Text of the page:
UnitedHealth-Catamaran deal sets up healthcare M&A chessboardReprints
(Reuters) — UnitedHealth Group Inc.'s planned takeover of No. 4 U.S. pharmacy benefits provider Catamaran Corp. will give the companies added heft in price talks with drug companies, serving as a catalyst for deals allowing other insurers to bulk up.
The $12.8 billion deal comes at a time when Wall Street has been parsing the possibilities that top insurers like Aetna Inc. with Cigna Corp. could pair up. Smaller companies like Health Net Inc., Molina Healthcare Inc. or WellCare Health Plans Inc. are also increasingly seen as takeover targets.
“There has been chatter about large-scale M&A coming out of some recent investor conferences,” Mizuho Securities senior healthcare analyst Sheryl Skolnick said. “I don't know if $12.8 billion qualifies as large scale M&A in the space, but now you have the answer. Yes, there will be transactions.”
Express Scripts Holdings Corp., the largest pharmacy benefit manager and the only stand-alone PBM, may be pressed to do a deal with a distribution company or pharmacy if margins become too tight, analysts said on Monday.
The link-up could force a tie-up between Express Scripts and Walgreens Boots Alliance, for instance, which has pharmacy and drug distribution operations but no pharmacy management business, Evercore ISI analyst Michael Cherny said in a research report.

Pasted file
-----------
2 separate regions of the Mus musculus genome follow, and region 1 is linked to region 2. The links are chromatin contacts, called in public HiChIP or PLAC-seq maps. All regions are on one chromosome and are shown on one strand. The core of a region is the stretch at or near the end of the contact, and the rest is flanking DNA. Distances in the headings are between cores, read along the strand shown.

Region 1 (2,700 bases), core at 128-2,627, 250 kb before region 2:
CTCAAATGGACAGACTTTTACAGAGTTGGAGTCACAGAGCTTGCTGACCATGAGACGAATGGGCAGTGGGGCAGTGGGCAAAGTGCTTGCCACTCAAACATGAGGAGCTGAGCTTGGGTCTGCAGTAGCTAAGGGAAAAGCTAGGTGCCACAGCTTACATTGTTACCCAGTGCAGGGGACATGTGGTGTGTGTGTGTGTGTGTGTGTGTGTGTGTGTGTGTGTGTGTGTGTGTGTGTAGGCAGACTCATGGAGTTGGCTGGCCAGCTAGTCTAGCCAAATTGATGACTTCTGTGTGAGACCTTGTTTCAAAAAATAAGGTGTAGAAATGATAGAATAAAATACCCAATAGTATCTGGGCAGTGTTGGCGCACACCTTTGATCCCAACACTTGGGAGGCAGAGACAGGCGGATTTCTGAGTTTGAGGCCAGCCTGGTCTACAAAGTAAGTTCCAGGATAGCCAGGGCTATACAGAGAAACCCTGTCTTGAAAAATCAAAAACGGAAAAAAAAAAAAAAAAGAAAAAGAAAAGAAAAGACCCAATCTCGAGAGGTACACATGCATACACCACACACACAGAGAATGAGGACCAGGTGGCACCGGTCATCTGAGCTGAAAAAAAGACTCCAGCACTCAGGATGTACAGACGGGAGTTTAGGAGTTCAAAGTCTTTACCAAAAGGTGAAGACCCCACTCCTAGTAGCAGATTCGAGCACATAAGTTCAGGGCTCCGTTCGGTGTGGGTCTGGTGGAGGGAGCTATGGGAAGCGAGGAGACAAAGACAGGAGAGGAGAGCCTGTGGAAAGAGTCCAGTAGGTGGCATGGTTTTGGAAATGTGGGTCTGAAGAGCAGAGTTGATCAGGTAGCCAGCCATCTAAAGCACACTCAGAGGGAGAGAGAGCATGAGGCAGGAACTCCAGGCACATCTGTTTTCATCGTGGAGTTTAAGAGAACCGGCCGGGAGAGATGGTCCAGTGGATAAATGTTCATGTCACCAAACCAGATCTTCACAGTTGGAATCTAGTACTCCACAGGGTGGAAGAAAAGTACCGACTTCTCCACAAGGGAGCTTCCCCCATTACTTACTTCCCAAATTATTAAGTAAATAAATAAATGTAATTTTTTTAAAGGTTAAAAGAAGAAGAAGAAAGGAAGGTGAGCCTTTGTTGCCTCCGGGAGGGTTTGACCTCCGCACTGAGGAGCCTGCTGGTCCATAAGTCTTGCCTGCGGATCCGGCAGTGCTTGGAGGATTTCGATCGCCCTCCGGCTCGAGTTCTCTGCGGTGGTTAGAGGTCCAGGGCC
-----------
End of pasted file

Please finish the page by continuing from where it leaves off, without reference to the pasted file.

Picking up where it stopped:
That could put it at a disadvantage to CVS Health, the No. 2 pharmacy benefit manager which also owns one of the nation's largest pharmacy chains. Meanwhile, Envision RX, a small pharmacy benefit manager, recently announced plans to be bought by national drug store chain Rite Aid.
Healthcare companies are able to use scale to negotiate better prices. Late last year, for instance, Express Scripts was able to negotiate a steep discount for an important hepatitis C drug from AbbVie Inc., and has said it will use its size to extract discounts for cancer drugs and cholesterol drugs in the future.
A spokesman for Express Scripts, whose shares were up 3.7% to $85.39 in mid-afternoon trading, declined to comment on the Catamaran deal but said its business model was differentiated and in demand.
The shifting competitive landscape could mean more changes for Humana Inc., which manages pharmacy benefits for Medicare, Skolnick said. Humana had been reviewing the possible sale of that business, but ultimately decided to keep it.
The purchase will make Humana the fourth largest pharmacy benefit manager, and it could make sense for Humana to invest in that business, grow the commercial pharmacy business and add more covered customers, she said.
Other insurers will be reviewing where they stand now against UnitedHealth. Anthem, Aetna and Cigna have inked deals in recent years where they turned to Express Scripts, CVS and Catamaran respectively to manage their pharmacy benefits and get better prices, Leerink Partners analyst Ana Gupte explained.
“In some ways the deal could catalyze more consolidation,” Ms. Gupte said, adding that insurers would face pressure to bulk up. “Clearly scale is an advantage more than ever in this business,” Gupte said.